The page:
Sun 28 Mar, 2010
Tags: Announcement, Woodworking
Each year my brother Clark and I visit the Woodworkers Showcase woodworking show presented by The Northeastern Woodworkers Association. For as long as I have been going the Woodworkers Showcase has been located in the City Center, Saratoga Springs, New York, and usually held the last weekend in March; this year March 27 & 28. The show is not just for woodworkers, but anyone who appreciates art and fine craftsmanship. We brought our wives, Willow and Dolores, knowing they wood not only love the furniture but the bowl and lamp turnings as well.
The majority of the displays are by hobbyist woodworkers. In fact the large display room is restricted to hobbyists. Professionals are relegated to a rather narrow and short display area. None of the woodworking displays are for sale, keeping that portion of the show a display only for art exhibition and appreciation.
In addition to woodworking displays there is also a large room for tools, machine and materials exhibits and sales. Lie-Nielsen and Lee Valley are always present as are many others. Hardwood suppliers are in attendance with some of the finest figured woods you can imagine.
There are many free lectures and demonstrations and numerous guest speakers; this year David Ellsworth, Ernie Conover, Chris Schwarz and Phillip Lowe. This year’s special exhibits included woodworking demos, American period furniture and instrument making.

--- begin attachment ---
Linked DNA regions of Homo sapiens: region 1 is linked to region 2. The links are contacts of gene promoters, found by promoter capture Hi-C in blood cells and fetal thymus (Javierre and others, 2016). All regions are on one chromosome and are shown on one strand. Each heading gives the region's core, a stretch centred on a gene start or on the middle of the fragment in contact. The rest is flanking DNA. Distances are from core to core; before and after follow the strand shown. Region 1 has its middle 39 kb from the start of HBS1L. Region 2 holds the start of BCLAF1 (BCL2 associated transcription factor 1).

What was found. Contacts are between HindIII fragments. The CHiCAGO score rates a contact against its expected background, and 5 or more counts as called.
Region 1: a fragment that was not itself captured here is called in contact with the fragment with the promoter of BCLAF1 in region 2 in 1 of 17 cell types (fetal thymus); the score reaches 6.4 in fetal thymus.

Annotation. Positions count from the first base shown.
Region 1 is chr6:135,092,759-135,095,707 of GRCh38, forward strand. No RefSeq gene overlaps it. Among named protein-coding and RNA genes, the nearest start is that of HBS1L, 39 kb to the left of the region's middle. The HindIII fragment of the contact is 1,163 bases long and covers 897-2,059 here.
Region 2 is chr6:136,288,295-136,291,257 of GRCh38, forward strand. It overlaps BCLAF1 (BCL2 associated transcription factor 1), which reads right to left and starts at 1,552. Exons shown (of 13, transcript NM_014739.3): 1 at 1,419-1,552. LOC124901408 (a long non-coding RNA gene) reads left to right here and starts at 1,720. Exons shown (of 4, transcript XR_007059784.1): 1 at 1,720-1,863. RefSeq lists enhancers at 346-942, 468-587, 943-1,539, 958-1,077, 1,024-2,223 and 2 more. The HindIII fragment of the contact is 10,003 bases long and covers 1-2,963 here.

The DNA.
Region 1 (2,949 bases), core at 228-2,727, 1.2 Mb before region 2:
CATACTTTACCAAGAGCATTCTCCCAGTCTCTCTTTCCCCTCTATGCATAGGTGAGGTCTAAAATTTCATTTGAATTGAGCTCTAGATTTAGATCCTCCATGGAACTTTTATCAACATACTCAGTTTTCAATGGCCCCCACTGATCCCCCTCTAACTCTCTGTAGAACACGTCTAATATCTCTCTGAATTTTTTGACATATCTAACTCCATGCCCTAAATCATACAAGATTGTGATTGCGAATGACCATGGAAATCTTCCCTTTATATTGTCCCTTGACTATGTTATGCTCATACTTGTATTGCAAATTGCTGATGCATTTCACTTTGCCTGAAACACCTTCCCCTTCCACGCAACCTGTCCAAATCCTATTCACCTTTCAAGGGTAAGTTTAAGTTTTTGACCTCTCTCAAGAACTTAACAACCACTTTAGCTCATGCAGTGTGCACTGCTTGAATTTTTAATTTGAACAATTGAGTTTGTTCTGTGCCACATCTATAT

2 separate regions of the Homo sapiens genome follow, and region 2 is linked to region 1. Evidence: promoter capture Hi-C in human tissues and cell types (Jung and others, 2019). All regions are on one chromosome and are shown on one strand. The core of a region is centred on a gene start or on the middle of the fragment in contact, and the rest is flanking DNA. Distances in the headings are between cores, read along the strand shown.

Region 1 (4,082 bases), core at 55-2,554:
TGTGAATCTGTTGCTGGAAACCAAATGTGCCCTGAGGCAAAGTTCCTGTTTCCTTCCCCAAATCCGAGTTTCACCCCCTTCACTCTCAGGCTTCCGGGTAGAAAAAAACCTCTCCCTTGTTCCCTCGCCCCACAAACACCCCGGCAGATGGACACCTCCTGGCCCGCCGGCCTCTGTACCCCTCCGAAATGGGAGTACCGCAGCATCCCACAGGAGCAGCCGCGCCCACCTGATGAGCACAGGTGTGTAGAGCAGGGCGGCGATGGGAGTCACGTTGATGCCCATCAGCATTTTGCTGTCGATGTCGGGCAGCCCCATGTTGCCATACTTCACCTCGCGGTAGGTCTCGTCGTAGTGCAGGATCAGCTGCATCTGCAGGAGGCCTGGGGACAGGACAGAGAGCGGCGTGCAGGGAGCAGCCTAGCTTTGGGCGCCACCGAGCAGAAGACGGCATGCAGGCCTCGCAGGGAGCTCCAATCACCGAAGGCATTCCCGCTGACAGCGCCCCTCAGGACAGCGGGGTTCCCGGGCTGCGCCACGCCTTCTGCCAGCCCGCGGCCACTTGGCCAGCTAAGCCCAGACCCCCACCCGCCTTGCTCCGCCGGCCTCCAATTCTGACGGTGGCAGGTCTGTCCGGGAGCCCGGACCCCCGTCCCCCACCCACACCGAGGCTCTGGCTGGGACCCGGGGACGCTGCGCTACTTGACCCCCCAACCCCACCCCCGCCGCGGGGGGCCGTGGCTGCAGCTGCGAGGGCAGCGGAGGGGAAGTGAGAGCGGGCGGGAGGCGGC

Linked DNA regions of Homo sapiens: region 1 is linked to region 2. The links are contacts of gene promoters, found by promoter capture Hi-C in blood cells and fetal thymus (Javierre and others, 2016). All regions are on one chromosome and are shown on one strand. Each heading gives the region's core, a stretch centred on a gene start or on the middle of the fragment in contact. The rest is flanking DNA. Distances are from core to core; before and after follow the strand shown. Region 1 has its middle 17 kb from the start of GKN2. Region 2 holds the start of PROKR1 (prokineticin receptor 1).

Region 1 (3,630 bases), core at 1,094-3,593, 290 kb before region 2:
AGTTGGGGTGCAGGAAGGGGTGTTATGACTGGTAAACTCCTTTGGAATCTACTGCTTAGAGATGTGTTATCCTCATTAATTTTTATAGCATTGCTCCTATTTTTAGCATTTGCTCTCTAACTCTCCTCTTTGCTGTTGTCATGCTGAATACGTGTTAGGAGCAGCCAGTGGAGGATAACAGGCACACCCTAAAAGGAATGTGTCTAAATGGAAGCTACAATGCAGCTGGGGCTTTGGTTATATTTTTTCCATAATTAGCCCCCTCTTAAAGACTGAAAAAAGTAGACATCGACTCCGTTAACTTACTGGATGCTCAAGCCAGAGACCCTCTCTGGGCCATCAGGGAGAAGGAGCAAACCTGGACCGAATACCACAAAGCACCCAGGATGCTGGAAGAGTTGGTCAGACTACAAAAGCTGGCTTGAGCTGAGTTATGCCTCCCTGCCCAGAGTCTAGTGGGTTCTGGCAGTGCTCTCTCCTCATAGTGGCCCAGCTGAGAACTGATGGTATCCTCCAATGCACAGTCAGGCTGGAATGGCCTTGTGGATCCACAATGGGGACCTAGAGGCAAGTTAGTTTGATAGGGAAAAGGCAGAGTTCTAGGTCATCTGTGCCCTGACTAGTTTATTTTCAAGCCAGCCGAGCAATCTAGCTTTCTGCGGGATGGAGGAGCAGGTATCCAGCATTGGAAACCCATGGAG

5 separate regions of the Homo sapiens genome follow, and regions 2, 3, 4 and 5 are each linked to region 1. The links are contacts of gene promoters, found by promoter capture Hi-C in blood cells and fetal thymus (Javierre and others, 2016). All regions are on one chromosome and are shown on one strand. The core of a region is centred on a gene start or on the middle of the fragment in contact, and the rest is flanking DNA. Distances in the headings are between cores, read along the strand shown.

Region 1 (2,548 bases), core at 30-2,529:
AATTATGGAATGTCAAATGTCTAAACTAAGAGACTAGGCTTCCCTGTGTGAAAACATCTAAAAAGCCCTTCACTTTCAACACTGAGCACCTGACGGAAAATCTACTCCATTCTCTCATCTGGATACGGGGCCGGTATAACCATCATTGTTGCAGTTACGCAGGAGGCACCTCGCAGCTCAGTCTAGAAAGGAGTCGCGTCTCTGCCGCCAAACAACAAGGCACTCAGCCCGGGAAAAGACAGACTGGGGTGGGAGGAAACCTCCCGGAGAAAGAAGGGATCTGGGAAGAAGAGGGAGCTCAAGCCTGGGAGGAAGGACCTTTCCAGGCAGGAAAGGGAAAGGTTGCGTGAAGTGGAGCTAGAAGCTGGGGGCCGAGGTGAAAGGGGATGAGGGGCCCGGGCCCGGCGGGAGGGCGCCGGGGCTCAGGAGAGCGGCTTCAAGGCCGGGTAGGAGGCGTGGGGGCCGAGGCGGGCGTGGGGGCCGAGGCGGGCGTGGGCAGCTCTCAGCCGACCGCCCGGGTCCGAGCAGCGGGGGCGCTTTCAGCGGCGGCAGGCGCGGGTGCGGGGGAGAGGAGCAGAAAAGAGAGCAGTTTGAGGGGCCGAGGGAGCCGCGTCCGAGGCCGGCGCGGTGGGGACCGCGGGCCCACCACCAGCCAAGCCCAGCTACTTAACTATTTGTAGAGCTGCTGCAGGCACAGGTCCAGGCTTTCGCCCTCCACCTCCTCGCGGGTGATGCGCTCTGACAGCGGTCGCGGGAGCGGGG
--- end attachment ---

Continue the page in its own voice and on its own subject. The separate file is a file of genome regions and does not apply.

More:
This year some of the standards were missing, I believe due to construction on the City Center grounds. Most notable were the outdoors display of Wood-Mizer portable saw mills cutting up logs into rough lumber. I suspect these will return next year.
I never miss this show. Of all the shows I attend this is by far the best, especially the hobbyists pieces. Everything from chairs to lathe turned hats, period highboys to toys and musical instruments to benches are all on display from some of this countries best woodworkers.
The setting is Saratoga Springs, a beautiful and small early colonial settlement. Saratoga played a major role in the Revolutionary War. The Battle of Saratoga sealed the fate of British General John Burgoyne’s army in the American Revolutionary War, and is generally regarded as a turning point in the war. Saratoga boasts the most beautiful and oldest race track in America and The Travers Stakes is the oldest thoroughbred horse race in America. Saratoga Springs is where President Ulysses S. Grant spent his final days while writing his memoirs and bathing in the springs to nurse his failing health. The Saratoga Performing Arts Center (SPAC) is a cultural seasonal outdoor theatre that hosts summer theatre groups to pop artists. There are numerous and excellent restaurants and hotels in the city.
If you have never attended this show and live in the greater area make sure to see it next year. Even if you live a distance from Saratoga, NY, plan a vacation. Take in The Woodworkers Showcase along with a car tour of central to northern New England during sugaring season. I promise you won’t regret it. Let me know if you attend next year and would like to connect to talk all things woodworking.
For more information on The Northeastern Woodworkers Association or the Woodworkers Showcase visit www.nwawoodworkingshow.org. You might especially want to view the 2009 show winners at http://www.nwawoodworkingshow.org/2009awards/winners09.htm.
Note: All pictures in this post were taken by me and are of pieces on display at Woodworkers Showcase 2010. None are my pieces. However, I did examine them critically and can vouch for their excellent craftsmanship.